I have been expecting if some application (started by sudo or under root user (as from terminal as from desktop)) is going to create some directory structure under /root - it should be always root:root rwx------ , but there is too many exceptions
- so I am probably going to to chown root:root for whole /root dir/subdirs.
About rwx------ permission/s I have no idea what is/is not correct.
(just guess - for example /root/.i2p - when I run web browser under "normal user" go to http://localhostort - application probably needs some files with read access permission (to show configurations/status/logs/etc.) - I guess).
Does exist any rules/documentation/info how it should be (what is/is not allowed) or does it depend only on application/developer how file permission/s are managed ?
 
Old 07-16-2012, 03:39 PM   #7
psyhe
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In general, it is best and common for you to have a separate user, for example named 'myuser', with a home folder /home/myuser/ . 99% of all your activities should be done using this user.
When you need to become root (to administrate your system/install packages, etc. ), you run 'sudo bash' or 'su' .

Answering the original question - it is correct to have files in the /root/ folder owned by another user, in the sense that the kernel does not care, but it is not recomended.
The /root/ folder is best to be kept chmod 700 (drwx------) which means that a program started as an ordinary unix user will not have access to the files in /root/ even if the file in question is in fact owned by the ordinary unix user.
 
Old 07-17-2012, 03:14 PM   #8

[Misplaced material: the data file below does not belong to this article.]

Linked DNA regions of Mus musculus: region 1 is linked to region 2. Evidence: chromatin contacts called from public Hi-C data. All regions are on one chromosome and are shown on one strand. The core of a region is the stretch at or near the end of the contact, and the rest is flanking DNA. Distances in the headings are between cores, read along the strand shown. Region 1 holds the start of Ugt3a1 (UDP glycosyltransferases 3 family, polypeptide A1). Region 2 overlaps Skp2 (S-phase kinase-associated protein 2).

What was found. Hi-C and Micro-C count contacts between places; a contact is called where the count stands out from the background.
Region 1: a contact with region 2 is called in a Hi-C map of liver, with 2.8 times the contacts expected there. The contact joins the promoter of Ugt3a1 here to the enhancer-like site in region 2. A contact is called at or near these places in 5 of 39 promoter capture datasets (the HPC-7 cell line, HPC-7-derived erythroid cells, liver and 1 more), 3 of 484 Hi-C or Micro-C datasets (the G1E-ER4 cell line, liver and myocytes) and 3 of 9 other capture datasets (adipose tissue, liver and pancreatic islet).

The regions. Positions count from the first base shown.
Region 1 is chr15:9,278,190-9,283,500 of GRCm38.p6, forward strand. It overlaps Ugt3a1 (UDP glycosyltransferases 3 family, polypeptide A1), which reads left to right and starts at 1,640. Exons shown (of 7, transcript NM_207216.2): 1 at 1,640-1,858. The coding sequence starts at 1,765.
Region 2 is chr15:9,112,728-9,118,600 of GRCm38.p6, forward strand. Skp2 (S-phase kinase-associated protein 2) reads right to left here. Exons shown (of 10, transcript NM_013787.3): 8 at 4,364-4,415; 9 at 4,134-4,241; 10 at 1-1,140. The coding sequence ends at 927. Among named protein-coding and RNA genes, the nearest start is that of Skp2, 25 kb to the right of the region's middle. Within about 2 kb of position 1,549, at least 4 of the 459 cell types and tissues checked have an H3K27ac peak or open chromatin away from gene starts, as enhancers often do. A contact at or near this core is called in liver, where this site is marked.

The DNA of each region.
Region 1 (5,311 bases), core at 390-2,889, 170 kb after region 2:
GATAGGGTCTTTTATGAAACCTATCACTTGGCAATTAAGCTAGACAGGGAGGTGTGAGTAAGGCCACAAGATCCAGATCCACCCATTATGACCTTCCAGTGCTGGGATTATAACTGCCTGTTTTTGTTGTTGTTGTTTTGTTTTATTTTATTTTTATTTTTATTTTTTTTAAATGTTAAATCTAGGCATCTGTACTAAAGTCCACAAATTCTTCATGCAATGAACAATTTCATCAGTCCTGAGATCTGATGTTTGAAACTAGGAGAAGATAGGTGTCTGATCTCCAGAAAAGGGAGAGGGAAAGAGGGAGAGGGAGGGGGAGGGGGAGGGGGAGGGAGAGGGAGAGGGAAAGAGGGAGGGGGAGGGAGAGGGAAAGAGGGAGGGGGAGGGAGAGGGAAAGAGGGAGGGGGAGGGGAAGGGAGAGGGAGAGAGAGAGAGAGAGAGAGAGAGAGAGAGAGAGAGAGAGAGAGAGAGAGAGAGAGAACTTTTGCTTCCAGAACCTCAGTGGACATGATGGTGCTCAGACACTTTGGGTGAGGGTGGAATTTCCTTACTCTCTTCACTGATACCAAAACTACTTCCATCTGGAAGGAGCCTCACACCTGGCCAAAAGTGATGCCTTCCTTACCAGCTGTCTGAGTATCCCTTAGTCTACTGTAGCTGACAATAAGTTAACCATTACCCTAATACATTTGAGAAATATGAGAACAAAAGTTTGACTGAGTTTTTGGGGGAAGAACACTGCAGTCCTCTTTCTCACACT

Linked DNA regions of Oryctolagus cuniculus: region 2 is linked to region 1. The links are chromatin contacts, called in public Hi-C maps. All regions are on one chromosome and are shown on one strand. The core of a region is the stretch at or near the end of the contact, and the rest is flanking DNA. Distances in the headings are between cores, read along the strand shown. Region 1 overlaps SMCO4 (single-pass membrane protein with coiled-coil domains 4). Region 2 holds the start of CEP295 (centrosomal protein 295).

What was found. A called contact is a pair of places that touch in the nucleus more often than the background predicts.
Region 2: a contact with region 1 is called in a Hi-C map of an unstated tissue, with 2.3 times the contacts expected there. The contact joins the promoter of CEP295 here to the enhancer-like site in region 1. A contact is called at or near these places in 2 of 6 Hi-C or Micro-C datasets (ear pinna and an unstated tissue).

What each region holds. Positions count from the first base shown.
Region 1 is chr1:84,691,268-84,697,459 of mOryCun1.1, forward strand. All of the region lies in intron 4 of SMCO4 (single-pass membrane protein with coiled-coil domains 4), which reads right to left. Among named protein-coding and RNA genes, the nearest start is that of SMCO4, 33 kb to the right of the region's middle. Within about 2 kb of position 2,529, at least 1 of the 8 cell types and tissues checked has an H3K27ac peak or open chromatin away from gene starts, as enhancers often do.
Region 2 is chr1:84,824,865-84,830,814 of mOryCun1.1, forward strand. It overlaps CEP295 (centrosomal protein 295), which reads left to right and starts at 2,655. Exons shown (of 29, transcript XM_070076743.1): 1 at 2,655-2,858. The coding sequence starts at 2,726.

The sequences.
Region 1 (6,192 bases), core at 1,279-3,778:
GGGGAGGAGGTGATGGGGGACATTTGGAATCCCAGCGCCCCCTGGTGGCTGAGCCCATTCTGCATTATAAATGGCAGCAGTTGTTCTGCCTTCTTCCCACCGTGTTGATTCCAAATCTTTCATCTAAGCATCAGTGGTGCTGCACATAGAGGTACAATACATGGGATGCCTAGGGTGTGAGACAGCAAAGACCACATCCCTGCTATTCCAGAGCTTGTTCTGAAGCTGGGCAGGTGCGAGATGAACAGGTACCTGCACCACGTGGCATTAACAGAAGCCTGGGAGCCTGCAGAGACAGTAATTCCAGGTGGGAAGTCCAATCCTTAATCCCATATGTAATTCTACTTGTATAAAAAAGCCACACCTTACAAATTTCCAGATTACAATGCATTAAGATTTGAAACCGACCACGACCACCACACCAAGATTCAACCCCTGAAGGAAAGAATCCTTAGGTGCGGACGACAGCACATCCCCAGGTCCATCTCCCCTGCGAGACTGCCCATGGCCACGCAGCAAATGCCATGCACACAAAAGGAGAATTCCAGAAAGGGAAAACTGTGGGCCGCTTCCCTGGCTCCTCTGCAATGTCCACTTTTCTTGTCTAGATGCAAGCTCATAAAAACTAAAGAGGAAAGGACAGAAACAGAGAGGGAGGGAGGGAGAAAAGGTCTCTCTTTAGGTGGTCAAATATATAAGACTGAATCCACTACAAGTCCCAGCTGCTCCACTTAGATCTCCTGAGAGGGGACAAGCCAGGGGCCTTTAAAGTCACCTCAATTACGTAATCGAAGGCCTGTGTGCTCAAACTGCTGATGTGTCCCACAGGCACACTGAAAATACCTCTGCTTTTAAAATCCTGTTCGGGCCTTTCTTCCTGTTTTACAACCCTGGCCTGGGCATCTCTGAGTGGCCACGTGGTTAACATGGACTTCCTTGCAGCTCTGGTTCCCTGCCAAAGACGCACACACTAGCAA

masuch
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Quote:
Originally Posted by psyhe View Post
Answering the original question - it is correct to have files in the /root/ folder owned by another user, in the sense that the kernel does not care, but it is not recomended.
The /root/ folder is best to be kept chmod 700 (drwx------) which means that a program started as an ordinary unix user will not have access to the files in /root/ even if the file in question is in fact owned by the ordinary unix user.
Thank you for info.

So, It should be correct and safe and should not create any inconsistencies if I do:
chown root:root -R /root
chmod 700 -R /root

I just want to be sure that I can do it - that's all this question/post is about :-)
 
Old 07-17-2012, 03:42 PM   #9
snowpine
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From your question I suspect you may not be using the recommended Ubuntu procedure of sudo for terminal commands as root, and gksu for graphical apps as root.

https://help.ubuntu.com/community/RootSudo
http://www.psychocats.net/ubuntu/graphicalsudo
 
Old 07-17-2012, 04:41 PM   #10
masuch
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Quote:
Originally Posted by snowpine View Post
From your question I suspect you may not be using the recommended Ubuntu procedure of sudo for terminal commands as root, and gksu for graphical apps as root.

https://help.ubuntu.com/community/RootSudo
http://www.psychocats.net/ubuntu/graphicalsudo
Your suspicion is completely incorrect :-)
 
Old 07-17-2012, 05:02 PM   #11
snowpine
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Sorry, I missed your post #6. Copying a file does not change its permissions. If you are copying file(s) from your user account to root then yes file ownership by the user will be maintained.